There are several types life insurance, but whole life insurance offers policy owners the boon of cash value accumulation as well as a death benefit.
With a whole life policy, value accumulates based on the insurance company’s dividend, which is debited to the policy owner’s account. As the value accumulates, the owner can use the cash value to pay premiums, withdraw some of the value, or take a loan against the cash value. As with any loan, the borrower must pay interest. If the borrower fails to pay back the loan, the amount due is deducted from the death benefit.
Traditionally, loans against insurance policies have been attractive given relatively favorable interest rates, as the insurance company can force the surrender of the policy and its cash value in the event the loan isn’t repaid. Today though, with interest rates at rock bottom levels, the 4-8% typically charged on loans against cash value is no longer so attractive. Policyholders can find much more attractive rates by borrowing elsewhere and may be looking for ways to refinance expensive loans.
When a borrower against a policy’s cash value fails to make loan, the interest accrues in the policy, eating away at the cash value. Ultimately, if the loan is not paid it will force the surrender of the policy. While this may get the borrower off the hook for the loan, it can create another problem. The surrender can be fully taxable as a gain, even if the policyholder receives no proceeds from the surrender. How can this frightening scenario transpire? Let’s look at an example.
Say that Fred is the holder of a whole life policy with a death benefit of $1 million and a cash value of $300k. He borrows $200k against the cash value, but shortly thereafter his business runs into trouble and he doesn’t make the payments. Interest continues to accrue, and the amount due rises to $290k. The policy lapses. Fred heaves a sigh of relief; his family may be up the proverbial without a paddle in the sad event of his death, but at least the debt is cleared.
Not so fast, Fred. Let’s say Fred has paid $150k in premiums on the policy. Uncle Sam considers that the basis – any value over that figure is taxable as ordinary income. Fred’s going owe income tax on the difference between the $290k loan value and the basis. That’s $140k that Fred will own income tax on, and the liability could be sizeable.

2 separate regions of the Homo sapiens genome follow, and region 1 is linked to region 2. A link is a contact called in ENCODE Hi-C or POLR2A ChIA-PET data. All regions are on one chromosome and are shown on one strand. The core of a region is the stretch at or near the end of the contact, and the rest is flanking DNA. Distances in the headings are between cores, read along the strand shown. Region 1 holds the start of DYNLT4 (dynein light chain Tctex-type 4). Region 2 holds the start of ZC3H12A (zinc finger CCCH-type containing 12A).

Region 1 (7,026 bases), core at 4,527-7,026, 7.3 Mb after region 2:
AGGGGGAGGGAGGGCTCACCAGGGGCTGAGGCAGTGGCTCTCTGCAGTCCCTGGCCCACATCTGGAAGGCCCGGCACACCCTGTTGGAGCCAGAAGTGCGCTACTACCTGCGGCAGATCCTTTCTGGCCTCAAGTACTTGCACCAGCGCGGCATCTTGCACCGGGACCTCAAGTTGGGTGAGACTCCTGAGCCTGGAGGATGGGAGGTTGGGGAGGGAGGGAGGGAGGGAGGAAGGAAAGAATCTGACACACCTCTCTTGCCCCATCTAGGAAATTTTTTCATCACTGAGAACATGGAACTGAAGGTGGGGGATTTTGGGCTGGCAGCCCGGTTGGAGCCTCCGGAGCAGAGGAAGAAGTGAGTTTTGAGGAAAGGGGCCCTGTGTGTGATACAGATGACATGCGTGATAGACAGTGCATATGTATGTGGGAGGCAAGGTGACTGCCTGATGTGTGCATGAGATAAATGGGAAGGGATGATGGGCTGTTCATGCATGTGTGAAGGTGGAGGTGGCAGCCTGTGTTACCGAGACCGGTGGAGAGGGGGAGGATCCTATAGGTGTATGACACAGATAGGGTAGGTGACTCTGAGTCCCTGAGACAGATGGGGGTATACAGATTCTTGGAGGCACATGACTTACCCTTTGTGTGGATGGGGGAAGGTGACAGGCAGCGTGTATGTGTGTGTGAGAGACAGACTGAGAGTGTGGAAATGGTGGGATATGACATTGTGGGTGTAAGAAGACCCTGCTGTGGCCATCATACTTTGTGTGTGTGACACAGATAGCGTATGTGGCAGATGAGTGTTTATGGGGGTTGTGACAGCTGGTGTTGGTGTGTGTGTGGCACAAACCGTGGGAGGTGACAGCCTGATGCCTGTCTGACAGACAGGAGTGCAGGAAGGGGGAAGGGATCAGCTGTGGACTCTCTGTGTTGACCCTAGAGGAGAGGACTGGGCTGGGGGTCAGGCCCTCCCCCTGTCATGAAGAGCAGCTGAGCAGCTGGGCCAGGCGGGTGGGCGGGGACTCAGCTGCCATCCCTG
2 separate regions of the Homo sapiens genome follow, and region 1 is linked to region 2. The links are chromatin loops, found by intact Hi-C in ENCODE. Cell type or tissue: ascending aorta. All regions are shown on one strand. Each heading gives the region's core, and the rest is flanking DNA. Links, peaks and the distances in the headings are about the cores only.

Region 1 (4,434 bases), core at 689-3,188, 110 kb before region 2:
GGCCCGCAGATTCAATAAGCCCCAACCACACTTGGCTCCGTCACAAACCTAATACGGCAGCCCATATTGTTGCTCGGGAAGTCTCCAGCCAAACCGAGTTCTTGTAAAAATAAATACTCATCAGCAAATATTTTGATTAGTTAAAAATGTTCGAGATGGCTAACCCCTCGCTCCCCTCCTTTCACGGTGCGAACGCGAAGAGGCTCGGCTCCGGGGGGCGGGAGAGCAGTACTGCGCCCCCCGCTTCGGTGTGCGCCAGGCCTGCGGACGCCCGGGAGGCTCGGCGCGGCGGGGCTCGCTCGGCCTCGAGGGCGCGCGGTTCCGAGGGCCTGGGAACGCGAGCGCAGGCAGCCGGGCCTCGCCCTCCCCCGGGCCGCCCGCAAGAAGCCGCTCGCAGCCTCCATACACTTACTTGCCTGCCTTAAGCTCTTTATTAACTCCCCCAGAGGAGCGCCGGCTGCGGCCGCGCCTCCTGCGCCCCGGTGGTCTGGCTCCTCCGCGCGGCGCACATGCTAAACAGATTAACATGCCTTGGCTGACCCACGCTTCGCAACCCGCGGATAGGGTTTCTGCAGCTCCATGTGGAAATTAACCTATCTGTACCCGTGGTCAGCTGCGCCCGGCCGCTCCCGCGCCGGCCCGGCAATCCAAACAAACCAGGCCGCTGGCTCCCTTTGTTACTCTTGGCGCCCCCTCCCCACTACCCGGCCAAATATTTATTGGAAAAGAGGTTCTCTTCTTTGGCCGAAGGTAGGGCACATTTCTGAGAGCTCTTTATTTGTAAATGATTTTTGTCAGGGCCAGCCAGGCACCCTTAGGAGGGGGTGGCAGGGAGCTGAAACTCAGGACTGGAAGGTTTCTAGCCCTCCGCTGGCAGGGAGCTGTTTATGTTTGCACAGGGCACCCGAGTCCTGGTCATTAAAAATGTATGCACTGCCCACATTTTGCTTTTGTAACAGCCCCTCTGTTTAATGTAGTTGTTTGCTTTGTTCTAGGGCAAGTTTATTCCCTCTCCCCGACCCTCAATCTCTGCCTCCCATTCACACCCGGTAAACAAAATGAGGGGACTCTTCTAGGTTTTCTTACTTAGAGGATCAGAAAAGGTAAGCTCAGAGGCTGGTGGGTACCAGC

Policyholders who find themselves in the soup are naturally keen to avoid Fred’s unfortunate rendezvous with the taxman, and most are loath to leave the families unprotected. Fortunately, sharp minds in the industry have developed some “rescue” strategies for life insurance policies with onerous loans, and these strategies can help policyholders keep their policies in place and their families protected. The wizardry can include some combination of restructuring the dividends and death benefit, partial surrenders, or additional premium payments. But one of the most efficient rescues comes in the form of a tax-free 1035 exchange that transfers the policy’s cash value, along with the loan, into a new, more efficient policy with better terms.
The 1035 replacement is the best option for a policyowner who is unwilling or unable to put additional cash into an existing policy. In some cases, the replacement can be particularly attractive – for example, the policyholder has lost 100 pounds and stopped smoking – the premiums on the new policy could be lower. Other factors can also result in a lower premium; a poor choice might have been made initially, or the risk profile according to actuarial figures and life expectancy projections. The replacement policy may offer more flexibility (for example, a universal life policy rather than a whole life policy) or simply be less expensive.
The new policy may also have more attractive loan terms, such as more favorable interest rates. For example, the rate could be the prevailing interest rate plus a spread of 50-100 bps., which could be significantly lower than the rate on a policy issued twenty or more years ago.
It’s crucial to note, though, that when the 1035 exchange is made, the new policy must assume the same loan value as the old policy. Otherwise, if a policy with a loan is exchanged for a policy without one, Uncle Sam will consider the transaction a partial liquidation and his bony hand will be in the policyholder’s pocket to collect the income tax due.
While the rescue strategy offers an excellent route out of trouble, it’s still necessary to choose the replacement policy carefully. One important concern is how the cash value will be invested and whether the interest rate paid is reasonable. If the rate turns out to be less than anticipated, as could be the case with an indexed universal life policy, the policyholder could end up in trouble again.
Whether a borrower is having trouble making payments or wants a better interest rate on an existing loan, the 1035 replacement can be an attractive solution, keeping families protected and fending off the predations of the rapacious taxman.